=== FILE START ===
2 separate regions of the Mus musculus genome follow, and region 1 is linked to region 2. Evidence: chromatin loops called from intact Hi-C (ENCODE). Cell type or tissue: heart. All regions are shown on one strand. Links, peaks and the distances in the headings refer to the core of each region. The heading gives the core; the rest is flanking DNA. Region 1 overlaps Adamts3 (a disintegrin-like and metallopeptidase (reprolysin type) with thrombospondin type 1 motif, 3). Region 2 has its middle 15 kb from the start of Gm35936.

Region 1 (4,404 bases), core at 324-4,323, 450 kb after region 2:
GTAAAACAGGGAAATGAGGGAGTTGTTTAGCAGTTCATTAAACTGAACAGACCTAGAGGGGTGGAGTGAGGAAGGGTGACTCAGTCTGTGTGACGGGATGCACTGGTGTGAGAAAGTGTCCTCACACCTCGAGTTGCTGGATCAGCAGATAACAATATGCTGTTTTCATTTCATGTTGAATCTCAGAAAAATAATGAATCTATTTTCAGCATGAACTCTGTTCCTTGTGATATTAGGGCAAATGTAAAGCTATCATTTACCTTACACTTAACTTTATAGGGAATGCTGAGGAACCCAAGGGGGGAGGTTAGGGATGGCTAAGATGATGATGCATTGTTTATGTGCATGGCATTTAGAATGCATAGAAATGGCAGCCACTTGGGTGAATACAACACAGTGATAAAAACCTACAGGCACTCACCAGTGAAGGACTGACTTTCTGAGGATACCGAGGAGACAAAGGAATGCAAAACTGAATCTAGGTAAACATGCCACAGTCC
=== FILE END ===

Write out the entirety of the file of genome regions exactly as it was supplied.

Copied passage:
2 separate regions of the Mus musculus genome follow, and region 1 is linked to region 2. Evidence: chromatin loops called from intact Hi-C (ENCODE). Cell type or tissue: heart. All regions are shown on one strand. Links, peaks and the distances in the headings refer to the core of each region. The heading gives the core; the rest is flanking DNA. Region 1 overlaps Adamts3 (a disintegrin-like and metallopeptidase (reprolysin type) with thrombospondin type 1 motif, 3). Region 2 has its middle 15 kb from the start of Gm35936.

Region 1 (4,404 bases), core at 324-4,323, 450 kb after region 2:
GTAAAACAGGGAAATGAGGGAGTTGTTTAGCAGTTCATTAAACTGAACAGACCTAGAGGGGTGGAGTGAGGAAGGGTGACTCAGTCTGTGTGACGGGATGCACTGGTGTGAGAAAGTGTCCTCACACCTCGAGTTGCTGGATCAGCAGATAACAATATGCTGTTTTCATTTCATGTTGAATCTCAGAAAAATAATGAATCTATTTTCAGCATGAACTCTGTTCCTTGTGATATTAGGGCAAATGTAAAGCTATCATTTACCTTACACTTAACTTTATAGGGAATGCTGAGGAACCCAAGGGGGGAGGTTAGGGATGGCTAAGATGATGATGCATTGTTTATGTGCATGGCATTTAGAATGCATAGAAATGGCAGCCACTTGGGTGAATACAACACAGTGATAAAAACCTACAGGCACTCACCAGTGAAGGACTGACTTTCTGAGGATACCGAGGAGACAAAGGAATGCAAAACTGAATCTAGGTAAACATGCCACAGTCC